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a gentle exit
Friday. 4.29.16 3:16 am

7:30 p.m.

The sky is a dusty pink, beyond the lush green that is the forest behind my apartment. We lie there, tangled up in post-nap warmth and fuzziness, and listen to the rain. The leaves shake from the impact of the drops.

9:30 p.m.

It's quiet in the living room, but warm, and well-lit, and comfortable. I stop typing, and say, "I'm going to be done...for good...this Friday." He looks up and I can't hide the fact that I don't feel nonchalant about this at all.

2 a.m.

"Well," I tell him, motioning towards the finished paper. The term "cautiously optimistic" comes to mind. Later, in bed, he'll murmur that he's proud of me; "To be honest," I'll tell him, "I'm proud of me, too."

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Usual pass
Thursday. 4.7.16 10:29 pm
Be it extremely emotional, controversial, messed up, or whatever, this entry has been password protected.

If you know it, enter it; or, ask me for it.

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I'm making a new default password, and that'll be that
Monday. 1.25.16 11:20 pm
Be it extremely emotional, controversial, messed up, or whatever, this entry has been password protected.

If you know it, enter it; or, ask me for it.

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Friday. 11.13.15 10:16 pm

- Got a promotion at work, which means a $.50/hr. increase and more responsibility
- Almost finished with Christmas shopping and it's only November
- Celebrated six months with R
- Almost completely sorted out everything with these last three credits of my college education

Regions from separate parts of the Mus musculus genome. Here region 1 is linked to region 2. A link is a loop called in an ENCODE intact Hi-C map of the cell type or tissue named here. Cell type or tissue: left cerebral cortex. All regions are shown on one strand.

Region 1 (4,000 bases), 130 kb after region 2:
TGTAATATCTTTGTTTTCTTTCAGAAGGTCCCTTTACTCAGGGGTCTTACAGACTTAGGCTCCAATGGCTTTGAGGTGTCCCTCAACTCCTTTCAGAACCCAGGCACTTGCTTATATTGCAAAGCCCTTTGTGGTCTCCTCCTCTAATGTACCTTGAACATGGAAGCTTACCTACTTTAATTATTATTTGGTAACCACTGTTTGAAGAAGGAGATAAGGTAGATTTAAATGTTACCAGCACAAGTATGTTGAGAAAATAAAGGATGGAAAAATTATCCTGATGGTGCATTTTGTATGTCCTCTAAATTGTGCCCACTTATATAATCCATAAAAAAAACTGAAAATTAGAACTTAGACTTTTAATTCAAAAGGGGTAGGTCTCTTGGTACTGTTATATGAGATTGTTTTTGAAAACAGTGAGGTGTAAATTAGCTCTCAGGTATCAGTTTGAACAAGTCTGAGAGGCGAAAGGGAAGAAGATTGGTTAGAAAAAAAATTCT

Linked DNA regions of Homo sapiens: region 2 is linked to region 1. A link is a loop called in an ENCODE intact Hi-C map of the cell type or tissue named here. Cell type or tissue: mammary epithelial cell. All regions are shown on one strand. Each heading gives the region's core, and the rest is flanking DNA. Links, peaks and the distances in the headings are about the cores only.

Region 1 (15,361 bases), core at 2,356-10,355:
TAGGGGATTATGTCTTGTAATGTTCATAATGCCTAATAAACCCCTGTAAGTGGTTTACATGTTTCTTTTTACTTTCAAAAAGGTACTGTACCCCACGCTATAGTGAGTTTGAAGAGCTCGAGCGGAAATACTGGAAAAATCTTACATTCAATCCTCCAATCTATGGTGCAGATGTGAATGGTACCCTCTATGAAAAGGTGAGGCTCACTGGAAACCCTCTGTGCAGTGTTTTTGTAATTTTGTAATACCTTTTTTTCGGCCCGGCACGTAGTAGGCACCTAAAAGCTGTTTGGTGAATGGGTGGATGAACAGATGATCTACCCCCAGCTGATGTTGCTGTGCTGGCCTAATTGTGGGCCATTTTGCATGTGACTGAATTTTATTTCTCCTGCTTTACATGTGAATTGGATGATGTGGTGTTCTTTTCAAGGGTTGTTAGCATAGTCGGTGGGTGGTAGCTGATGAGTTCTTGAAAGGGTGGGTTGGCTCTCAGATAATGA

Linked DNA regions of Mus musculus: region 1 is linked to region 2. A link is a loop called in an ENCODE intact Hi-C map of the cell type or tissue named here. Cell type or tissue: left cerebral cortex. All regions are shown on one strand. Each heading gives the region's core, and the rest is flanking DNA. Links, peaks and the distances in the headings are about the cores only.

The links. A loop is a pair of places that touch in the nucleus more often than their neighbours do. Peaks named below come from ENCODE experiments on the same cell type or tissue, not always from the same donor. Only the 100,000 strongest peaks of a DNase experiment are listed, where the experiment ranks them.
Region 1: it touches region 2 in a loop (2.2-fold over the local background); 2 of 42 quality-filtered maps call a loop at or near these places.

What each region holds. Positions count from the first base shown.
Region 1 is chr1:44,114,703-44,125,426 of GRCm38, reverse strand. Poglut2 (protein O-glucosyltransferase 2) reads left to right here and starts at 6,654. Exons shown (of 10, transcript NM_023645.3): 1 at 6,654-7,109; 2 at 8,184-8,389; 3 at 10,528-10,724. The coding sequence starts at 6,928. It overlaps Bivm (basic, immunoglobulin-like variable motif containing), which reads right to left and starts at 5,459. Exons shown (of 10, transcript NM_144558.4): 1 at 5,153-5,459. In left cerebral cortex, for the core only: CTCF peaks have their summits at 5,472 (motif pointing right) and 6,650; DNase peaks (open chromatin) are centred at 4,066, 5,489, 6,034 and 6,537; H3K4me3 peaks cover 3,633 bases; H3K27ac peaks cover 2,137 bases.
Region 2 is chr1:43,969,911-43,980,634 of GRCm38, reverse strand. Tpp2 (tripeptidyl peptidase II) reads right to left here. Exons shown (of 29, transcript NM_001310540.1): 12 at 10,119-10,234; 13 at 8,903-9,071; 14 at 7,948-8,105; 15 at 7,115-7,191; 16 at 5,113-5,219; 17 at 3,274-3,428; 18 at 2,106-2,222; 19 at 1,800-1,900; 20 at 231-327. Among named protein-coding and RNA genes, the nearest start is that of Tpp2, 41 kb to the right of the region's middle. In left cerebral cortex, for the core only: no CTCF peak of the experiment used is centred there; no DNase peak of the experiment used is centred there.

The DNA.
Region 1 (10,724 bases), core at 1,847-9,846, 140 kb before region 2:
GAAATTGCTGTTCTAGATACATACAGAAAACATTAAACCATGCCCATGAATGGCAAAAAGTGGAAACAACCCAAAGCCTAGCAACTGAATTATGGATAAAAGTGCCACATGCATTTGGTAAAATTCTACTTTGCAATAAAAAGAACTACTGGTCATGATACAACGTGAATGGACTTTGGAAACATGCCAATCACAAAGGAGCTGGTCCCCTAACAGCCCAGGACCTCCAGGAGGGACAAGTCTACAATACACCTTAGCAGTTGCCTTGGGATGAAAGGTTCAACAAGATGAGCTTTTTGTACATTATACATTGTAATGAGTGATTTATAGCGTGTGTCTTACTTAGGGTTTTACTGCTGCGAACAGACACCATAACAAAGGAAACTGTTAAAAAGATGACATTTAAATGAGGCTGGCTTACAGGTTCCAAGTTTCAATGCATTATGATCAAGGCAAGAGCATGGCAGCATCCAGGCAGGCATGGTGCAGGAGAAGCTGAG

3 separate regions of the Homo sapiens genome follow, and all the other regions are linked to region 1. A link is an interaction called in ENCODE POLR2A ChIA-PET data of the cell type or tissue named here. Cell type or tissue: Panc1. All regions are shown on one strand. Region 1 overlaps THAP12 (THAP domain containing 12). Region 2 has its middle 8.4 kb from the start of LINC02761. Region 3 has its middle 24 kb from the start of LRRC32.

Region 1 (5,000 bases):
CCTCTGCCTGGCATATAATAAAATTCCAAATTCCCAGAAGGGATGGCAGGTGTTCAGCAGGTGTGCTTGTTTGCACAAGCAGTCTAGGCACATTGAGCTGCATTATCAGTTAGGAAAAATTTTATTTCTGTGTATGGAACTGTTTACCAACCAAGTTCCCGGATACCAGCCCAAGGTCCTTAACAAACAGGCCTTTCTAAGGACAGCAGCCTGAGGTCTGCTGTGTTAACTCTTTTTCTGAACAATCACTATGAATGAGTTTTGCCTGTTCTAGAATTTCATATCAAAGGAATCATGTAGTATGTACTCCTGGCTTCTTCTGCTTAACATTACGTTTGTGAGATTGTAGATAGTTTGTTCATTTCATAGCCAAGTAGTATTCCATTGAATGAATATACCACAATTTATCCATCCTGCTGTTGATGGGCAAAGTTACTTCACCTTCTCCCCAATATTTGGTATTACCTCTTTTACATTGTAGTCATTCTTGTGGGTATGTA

Now the entry.

I'm not a religious person, but one thing I do appreciate about a lot of religions is the use of rituals--the day-to-day tasks that help strengthen the human-deity bond. I'm attracted to the intimacy of these rituals, how many of them are both formal and informal, at once. That speaks to me, as an approach to closeness.

It's for that reason that I've only been doing the French braiding portion of braiding my hair, at night, and letting R do the rest. When I think of love and intimacy, I think of washing another's back in the tub when they're unwell, or feeding a child soup when they're sick, or braiding someone's hair for them, before they go to sleep. Those small, everyday gestures speak to me, carry weight...it's just lucky that he feels the same.

We've been nothing but smooth, throughout this relationship. Fights happen...maybe once every couple of months, and they're always resolved within the same day, and we come out of them more attuned to each other's sensitivities and needs. (Will that always be the case? I'm optimistic that maybe it will be, but realistic enough to know that some things can't be fixed so easily or learned from. Most of it seems like it's a matter of wanting to protect one another and having the big, uncomfortable talks early on.) We talk regularly whenever we can (at least every day), and support each other in whatever we're going after. Part of functioning so well is the fact that we already have a past and have hurt each other very badly, before any of this relationship business ever started, and I suppose the other part is us both having so much experience in functioning in environments where teamwork is crucial. It's so easy, in a relationship, to call yourselves a team, but to function as one is sometimes difficult and always a deliberate choice. Both of us have recognized that and made the choice, every single day, for six months. I'm proud of that.